¶18 Cline misplaces reliance on Sword. The United States prosecuted Sword for knowingly having possessed and transported an unlawfully taken grizzly bear. The "knowingly" mental state proved essential to the United States' prosecution. See United States v. St. Onge, 676 F.Supp. 1044, 1045 (Dist. Mont. 1988) (discussing evidence relevant to "knowingly" element of taking a grizzly bear). Sword's misstatement on the trophy license represented proof that he had knowledge that he unlawfully had taken the grizzly bear by shooting it in the Great Bear Wilderness rather than in the Bob Marshall Wilderness. Sword's misstatement on the trophy license formed the basis of his first conviction. Indeed, the federal prosecutor told the federal court that the United States had based its charges on Sword's misstatement that he had taken the bear in the Great Bear Wilderness rather than in the Bob Marshall Wilderness. This Court noted that "when Mr. Sword killed the bear, transported it from the mountain, made false statements on the trophy application, and stored the hide, his conduct was a violation of 16 U.S.C. Section [1538](a)(1)(G) in that he possessed, carried, and transported a grizzly bear taken unlawfully." Sword, 229 Mont. at 373-74, 747 P.2d at 208. To subject Sword to a second prosecution for his misstatement on the trophy license would have placed him in jeopardy twice and punished him twice for the same offense. Sword, 229 Mont. at 376, 747 P.2d at 210.

¶19 Cline's theft of non-firearm items, in contrast, did not form the basis of his conviction for theft of firearms. Cline never has been punished, or put in jeopardy, for his theft of the non-firearm items. Further, Cline's interpretation of the equivalent offense requirement would make Montana's double jeopardy protection dependent on what conduct Montana criminalizes, rather than on whether a defendant previously had been put in jeopardy for his offense. A s applied to the facts of this case, Cline argues that the State could prosecute Cline for his theft of non-firearm items only if it did not criminalize the theft of firearms. Thus, under Cline's reasoning, Montana's decision to criminalize the theft of firearms would leave Montana unable to prosecute Cline for the theft of non-firearm items.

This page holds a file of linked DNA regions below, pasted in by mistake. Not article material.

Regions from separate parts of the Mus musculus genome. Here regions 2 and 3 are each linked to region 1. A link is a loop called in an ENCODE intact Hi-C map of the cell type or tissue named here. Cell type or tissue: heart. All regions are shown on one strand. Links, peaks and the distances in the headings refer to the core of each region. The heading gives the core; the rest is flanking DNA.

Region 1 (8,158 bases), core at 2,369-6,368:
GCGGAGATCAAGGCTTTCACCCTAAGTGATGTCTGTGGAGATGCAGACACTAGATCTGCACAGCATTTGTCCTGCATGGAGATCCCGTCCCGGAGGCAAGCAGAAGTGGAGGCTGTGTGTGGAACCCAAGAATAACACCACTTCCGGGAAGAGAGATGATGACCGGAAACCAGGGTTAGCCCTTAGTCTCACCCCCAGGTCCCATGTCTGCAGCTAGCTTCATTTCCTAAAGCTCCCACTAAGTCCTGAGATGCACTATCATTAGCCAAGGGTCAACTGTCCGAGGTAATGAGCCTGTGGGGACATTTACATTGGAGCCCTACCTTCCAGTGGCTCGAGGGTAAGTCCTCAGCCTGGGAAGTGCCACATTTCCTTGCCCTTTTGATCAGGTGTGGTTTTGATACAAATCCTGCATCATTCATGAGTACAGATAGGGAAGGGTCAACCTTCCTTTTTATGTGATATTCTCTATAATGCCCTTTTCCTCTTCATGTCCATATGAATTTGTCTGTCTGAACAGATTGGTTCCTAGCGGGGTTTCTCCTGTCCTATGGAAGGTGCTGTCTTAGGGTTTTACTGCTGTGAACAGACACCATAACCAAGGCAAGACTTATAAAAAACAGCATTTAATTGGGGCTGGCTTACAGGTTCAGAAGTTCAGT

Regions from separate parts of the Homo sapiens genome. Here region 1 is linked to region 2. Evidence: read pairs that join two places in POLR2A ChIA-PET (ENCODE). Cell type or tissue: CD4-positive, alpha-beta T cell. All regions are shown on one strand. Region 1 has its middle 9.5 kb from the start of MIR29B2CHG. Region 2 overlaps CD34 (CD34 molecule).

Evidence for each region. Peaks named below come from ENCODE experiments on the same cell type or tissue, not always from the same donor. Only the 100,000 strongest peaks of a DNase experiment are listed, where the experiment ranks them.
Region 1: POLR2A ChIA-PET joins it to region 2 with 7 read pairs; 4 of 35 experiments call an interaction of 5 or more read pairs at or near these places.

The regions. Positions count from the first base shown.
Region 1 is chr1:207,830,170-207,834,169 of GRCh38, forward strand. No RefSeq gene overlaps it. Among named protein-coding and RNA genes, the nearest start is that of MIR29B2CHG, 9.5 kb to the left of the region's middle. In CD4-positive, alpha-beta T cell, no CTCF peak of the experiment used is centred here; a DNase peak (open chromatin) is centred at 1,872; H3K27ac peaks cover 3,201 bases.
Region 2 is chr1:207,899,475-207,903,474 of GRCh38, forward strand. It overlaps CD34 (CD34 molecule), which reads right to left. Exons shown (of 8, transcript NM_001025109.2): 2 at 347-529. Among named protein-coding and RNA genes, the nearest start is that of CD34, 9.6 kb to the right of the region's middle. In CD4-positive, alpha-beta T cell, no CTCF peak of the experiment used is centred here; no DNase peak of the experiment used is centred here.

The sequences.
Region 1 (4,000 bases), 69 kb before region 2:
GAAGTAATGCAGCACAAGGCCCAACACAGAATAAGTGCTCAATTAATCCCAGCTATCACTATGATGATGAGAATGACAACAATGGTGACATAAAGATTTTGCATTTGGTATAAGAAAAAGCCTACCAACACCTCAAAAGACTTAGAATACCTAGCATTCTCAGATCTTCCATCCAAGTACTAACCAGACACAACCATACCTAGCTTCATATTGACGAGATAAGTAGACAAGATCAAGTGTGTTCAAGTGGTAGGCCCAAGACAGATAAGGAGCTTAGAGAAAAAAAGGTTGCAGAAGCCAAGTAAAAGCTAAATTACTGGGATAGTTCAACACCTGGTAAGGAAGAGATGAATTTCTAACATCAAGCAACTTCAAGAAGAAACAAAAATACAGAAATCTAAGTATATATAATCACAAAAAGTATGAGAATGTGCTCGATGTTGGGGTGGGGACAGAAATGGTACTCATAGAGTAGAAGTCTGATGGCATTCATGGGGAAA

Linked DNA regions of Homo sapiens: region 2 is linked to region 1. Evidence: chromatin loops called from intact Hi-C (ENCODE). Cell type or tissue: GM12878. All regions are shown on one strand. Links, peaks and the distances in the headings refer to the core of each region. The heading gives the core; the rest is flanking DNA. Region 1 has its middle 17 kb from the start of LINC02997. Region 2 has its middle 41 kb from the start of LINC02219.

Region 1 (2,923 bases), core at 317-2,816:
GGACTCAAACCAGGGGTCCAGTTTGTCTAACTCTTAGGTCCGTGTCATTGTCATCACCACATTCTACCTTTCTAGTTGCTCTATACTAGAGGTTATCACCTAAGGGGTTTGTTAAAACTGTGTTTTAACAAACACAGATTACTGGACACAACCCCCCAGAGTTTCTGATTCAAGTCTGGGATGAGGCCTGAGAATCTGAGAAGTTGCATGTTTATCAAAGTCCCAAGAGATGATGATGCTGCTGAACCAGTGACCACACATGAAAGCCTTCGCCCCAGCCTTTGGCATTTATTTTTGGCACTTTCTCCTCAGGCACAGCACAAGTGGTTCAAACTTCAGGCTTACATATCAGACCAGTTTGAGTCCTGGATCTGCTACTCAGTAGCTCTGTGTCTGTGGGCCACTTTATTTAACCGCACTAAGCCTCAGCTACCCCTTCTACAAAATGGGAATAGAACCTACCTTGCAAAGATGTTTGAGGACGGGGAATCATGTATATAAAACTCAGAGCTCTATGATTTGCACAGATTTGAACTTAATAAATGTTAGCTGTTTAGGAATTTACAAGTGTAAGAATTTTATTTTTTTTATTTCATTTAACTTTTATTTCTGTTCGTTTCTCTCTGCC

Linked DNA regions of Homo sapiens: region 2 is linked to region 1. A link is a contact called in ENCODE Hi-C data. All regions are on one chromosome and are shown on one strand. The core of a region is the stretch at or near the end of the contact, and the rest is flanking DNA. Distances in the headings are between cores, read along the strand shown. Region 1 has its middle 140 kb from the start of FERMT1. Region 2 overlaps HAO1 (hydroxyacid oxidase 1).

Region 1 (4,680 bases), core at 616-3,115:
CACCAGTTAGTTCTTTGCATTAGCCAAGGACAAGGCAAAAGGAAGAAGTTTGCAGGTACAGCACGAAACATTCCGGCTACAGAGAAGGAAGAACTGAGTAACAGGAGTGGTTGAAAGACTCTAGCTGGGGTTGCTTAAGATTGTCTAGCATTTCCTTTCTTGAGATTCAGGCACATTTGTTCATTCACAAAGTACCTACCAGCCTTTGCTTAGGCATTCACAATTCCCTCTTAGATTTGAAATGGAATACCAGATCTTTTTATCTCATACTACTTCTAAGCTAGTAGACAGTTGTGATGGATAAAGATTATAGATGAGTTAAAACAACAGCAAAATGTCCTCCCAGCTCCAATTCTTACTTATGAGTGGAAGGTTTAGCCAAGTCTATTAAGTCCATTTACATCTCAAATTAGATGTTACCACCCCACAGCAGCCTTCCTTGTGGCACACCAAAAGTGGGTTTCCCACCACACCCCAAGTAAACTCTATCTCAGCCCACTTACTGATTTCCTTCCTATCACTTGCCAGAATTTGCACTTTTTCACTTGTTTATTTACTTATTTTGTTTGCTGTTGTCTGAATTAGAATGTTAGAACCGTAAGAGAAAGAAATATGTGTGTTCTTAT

¶20 The proper application of Montana's double jeopardy law does not depend on whether Montana chooses to criminalize conduct for which another jurisdiction already has charged a defendant. Montana's double jeopardy law instead focuses on whether a defendant already has been put in jeopardy for an offense equivalent to the offense with which Montana now charges him. Washington could have prosecuted Cech for theft of the vehicle, as well as possession of the stolen vehicle. Washington chose to charge Cech only with possession of the stolen vehicle. Washington's exercise of prosecutorial discretion placed Cech in a position in which double jeopardy barred Montana later from charging Cech for theft. Cech, ¶ 18. The United States made no calculated decision whether to prosecute Gazda for homicide. The United States did not prosecute Gazda for the homicide due to the fact that it lacked jurisdiction over the offense of homicide. Montana's prosecution of Gazda for homicide posed no double jeopardy bar. Gazda, ¶ 17.

¶21 Cline next asks this Court to overrule our interpretation of § 46-11-504, MCA. This Court has required the offense prosecuted in the first jurisdiction and the offense to be prosecuted in Montana to be "equivalent" offenses. See Fox, ¶ 21; Cech, ¶ 17; Gazda, ¶ 14. Cline argues that the legislature did not include the "equivalent" offense requirement in the statute. C line contends that this Court should not require an "equivalent offense, " but rather double jeopardy should preclude a second prosecution if a defendant has been prosecuted for any offense that arose out of the same transaction.

¶22 We declined to adopt this interpretation in Cech. See Cech, ¶ 28 (Nelson, J., concurring). We again decline to adopt this interpretation of § 46-11-504, MCA. We presume that the legislature is aware of our decisions interpreting this statute. Fox, ¶ 21; Cech, ¶ 17; Gazda, ¶ 14. We further presume that if the legislature disagreed with the interpretation set forth in our decisions, it would have amended the statute accordingly. See Musselshell Ranch Co. v. Seidel-Joukova, 2011 MT 217, ¶ 14, 362 Mont. 1, 261 P.3d 570.

¶23 The United States prosecuted Cline for his theft of firearms from Bob Ward & Sons. The United States lacked jurisdiction to prosecute Cline for his theft of non-firearm items from Bob Ward & Sons. No equivalent offense existed under federal law. Cline never has been subject to jeopardy for theft of the non-firearm items. Montana's protection against double jeopardy does not bar the State's prosecution of Cline for his theft of non-firearm items under these circumstances.

¶24 Affirmed.

We concur: MIKE McGRATH, BETH BAKER, MICHAEL E WHEAT, JIM RICE

Justice Patricia O. Cotter dissents.

¶25 I dissent from the Court's decision. I would conclude that under the clear language of § 46-11-504, MCA, Cline's conviction in federal court barred his subsequent prosecution in the District Court.

¶26 Section 46-11-504, MCA, provides in pertinent part: